UNITED STATES V. OREGON, 295 U. S. 1 (1935)

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U.S. Supreme Court

United States v. Oregon, 295 U.S. 1 (1935)

United States v. Oregon

No. 13, original

Argued March 12, 1935

Decided April 1, 1935

295 U.S. 1

1. An Executive Order setting aside a nonnavigable lake on the public domain as a bird reservation was within the authority of the President, though made before the effective date of the Migratory Bird Treaty Act of July 3, 1918. P. 295 U. S. 10.

2. Title to land within the meander line of a nonnavigable lake on the public domain did not pass to the State as an incident to ownership of abutting uplands granted by the United States as school land, where, prior to approval of the survey of the uplands, the lake had been set aside by Executive Order as a federal reservation. P. 295 U. S. 9.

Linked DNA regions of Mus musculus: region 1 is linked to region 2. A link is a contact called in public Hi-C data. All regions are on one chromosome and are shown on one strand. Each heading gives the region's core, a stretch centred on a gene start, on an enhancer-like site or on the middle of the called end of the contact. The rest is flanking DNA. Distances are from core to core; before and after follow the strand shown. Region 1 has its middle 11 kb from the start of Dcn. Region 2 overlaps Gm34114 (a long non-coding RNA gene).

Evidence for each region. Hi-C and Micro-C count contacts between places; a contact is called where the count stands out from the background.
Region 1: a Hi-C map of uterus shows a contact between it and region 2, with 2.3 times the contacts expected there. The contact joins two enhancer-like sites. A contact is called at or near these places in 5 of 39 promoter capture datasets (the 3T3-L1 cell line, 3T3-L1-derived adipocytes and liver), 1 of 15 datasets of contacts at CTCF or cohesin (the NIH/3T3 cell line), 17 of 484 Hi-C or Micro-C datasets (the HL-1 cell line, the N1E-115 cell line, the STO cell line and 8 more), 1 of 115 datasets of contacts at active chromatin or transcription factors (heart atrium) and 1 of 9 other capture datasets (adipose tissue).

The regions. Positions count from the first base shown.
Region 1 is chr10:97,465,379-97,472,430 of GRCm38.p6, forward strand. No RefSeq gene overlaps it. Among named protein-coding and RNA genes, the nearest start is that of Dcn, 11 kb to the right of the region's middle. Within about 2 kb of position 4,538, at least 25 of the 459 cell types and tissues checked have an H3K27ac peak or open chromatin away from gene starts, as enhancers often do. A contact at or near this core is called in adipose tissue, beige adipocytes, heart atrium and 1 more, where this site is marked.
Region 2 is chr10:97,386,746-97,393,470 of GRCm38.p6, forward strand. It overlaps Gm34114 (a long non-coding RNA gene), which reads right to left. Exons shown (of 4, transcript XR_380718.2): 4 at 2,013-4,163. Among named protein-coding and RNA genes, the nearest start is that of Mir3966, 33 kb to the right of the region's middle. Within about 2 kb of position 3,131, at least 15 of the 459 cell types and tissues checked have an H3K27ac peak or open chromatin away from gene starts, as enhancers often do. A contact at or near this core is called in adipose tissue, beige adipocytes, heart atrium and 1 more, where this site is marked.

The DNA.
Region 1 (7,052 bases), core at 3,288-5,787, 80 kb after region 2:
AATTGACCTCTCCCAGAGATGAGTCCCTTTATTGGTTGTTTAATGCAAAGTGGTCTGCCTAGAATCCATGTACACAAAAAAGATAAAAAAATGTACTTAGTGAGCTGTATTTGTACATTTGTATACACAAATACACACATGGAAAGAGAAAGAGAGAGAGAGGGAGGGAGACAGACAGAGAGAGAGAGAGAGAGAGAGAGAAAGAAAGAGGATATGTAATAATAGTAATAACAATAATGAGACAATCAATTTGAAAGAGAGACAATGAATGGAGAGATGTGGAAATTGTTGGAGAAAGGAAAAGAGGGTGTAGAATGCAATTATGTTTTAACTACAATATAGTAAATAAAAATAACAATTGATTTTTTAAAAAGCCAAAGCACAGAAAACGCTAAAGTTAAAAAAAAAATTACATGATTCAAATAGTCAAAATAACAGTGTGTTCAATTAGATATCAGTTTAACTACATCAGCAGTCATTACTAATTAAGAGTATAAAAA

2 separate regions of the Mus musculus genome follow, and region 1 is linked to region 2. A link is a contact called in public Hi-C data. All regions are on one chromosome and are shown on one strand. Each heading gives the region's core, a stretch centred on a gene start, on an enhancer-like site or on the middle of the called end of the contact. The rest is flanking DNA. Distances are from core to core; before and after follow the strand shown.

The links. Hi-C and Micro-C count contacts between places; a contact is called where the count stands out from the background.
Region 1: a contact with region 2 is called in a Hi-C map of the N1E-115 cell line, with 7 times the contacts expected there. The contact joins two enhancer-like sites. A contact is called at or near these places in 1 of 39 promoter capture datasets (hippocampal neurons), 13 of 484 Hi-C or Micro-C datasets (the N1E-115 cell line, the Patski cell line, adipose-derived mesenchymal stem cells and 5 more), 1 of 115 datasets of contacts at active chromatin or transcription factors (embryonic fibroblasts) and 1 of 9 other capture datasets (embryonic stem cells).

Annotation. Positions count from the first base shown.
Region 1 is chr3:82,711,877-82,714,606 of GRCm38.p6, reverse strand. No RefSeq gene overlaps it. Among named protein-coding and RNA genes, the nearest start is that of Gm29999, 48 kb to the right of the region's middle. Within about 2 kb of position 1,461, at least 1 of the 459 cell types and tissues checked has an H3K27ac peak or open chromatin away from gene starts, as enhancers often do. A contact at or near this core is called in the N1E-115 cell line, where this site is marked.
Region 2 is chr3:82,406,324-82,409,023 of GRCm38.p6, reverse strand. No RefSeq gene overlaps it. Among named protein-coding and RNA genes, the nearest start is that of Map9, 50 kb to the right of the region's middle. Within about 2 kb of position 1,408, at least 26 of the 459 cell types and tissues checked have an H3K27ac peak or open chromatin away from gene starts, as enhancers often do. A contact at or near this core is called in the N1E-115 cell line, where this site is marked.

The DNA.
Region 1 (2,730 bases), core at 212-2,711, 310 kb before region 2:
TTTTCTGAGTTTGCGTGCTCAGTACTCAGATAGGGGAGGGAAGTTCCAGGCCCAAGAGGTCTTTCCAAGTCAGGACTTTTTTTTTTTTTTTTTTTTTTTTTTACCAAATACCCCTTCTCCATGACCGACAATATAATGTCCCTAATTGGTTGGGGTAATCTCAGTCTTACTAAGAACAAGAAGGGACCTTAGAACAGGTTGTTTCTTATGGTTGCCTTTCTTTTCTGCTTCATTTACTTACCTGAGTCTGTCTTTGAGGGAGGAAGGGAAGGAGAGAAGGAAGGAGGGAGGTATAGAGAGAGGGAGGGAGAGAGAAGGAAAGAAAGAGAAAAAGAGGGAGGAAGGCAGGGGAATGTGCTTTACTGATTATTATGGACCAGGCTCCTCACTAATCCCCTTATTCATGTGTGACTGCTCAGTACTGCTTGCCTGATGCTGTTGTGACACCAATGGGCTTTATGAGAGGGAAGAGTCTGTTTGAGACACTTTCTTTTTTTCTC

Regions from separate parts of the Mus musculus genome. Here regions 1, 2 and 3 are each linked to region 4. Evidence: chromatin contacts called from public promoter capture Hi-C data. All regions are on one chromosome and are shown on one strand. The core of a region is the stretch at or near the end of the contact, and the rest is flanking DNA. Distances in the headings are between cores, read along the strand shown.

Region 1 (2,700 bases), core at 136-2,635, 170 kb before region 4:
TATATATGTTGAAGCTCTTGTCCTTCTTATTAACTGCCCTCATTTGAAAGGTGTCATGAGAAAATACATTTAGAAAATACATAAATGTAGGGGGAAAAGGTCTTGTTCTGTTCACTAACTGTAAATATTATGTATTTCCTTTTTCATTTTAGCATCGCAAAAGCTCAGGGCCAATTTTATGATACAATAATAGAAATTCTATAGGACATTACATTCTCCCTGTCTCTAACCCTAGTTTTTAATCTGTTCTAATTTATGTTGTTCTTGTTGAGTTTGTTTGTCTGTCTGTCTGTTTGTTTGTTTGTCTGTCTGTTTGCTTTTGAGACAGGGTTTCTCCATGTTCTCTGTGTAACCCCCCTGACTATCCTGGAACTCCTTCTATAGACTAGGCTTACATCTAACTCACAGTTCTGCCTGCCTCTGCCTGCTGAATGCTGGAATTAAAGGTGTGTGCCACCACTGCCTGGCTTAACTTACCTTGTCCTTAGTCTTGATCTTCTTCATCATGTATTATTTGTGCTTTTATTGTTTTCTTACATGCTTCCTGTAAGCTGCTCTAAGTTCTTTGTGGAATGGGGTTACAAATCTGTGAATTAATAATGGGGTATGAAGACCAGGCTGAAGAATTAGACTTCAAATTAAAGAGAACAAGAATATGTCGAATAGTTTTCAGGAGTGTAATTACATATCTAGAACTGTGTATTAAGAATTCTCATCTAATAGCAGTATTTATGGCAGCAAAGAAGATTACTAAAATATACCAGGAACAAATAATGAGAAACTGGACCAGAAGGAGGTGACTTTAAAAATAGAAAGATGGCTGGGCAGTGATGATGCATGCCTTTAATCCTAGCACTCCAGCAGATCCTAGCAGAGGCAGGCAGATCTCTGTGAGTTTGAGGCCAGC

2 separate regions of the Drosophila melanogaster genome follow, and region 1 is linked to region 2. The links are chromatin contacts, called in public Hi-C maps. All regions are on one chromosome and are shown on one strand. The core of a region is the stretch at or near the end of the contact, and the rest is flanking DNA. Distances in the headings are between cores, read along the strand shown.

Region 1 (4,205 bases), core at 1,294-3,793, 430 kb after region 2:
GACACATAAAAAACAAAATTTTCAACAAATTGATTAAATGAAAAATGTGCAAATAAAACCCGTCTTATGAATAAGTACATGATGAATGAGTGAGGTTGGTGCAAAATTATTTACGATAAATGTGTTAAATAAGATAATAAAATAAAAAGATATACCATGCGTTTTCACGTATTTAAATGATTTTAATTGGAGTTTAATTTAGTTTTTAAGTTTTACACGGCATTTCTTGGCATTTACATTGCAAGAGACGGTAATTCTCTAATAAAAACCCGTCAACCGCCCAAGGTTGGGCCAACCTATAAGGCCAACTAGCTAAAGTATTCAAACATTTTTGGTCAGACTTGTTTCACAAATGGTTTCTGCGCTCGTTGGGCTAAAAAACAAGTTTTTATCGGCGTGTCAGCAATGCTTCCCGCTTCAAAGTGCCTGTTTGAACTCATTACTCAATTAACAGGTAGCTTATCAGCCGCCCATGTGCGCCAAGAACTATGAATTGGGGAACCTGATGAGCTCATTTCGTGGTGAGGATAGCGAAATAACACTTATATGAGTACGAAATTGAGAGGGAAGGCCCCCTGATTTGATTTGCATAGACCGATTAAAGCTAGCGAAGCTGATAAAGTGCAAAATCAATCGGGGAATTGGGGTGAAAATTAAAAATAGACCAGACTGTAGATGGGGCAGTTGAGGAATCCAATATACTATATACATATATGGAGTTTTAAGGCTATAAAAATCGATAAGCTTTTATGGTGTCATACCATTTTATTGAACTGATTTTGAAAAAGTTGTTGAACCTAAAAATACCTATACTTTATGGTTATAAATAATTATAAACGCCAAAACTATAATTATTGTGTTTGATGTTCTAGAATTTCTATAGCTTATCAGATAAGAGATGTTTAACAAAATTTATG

3. Acceptance by a other lands in lieu of lands within the meander line of a nonnavigable lake adjacent to uplands granted it as school lands held a practical construction of the boundary and a relinquishment of a claim to title within the meander. P. 295 U. S. 10.

4. In a suit by the United States against a State to quiet title to the bed of a lake on which the State owns part of the uplands bordering the meander line, the owners of other parts of the uplands in like situation are not necessary parties, and their rights will not be affected by the decree. P. 295 U. S. 12.

5. Upon the admission of a State to the Union, the title of the United States to lands underlying navigable waters within the State passes to it, as incident to the transfer to the local sovereignty, and is subject only to the paramount power of the United States to control such waters for purposes of navigation in interstate and foreign commerce. P. 295 U. S. 14.

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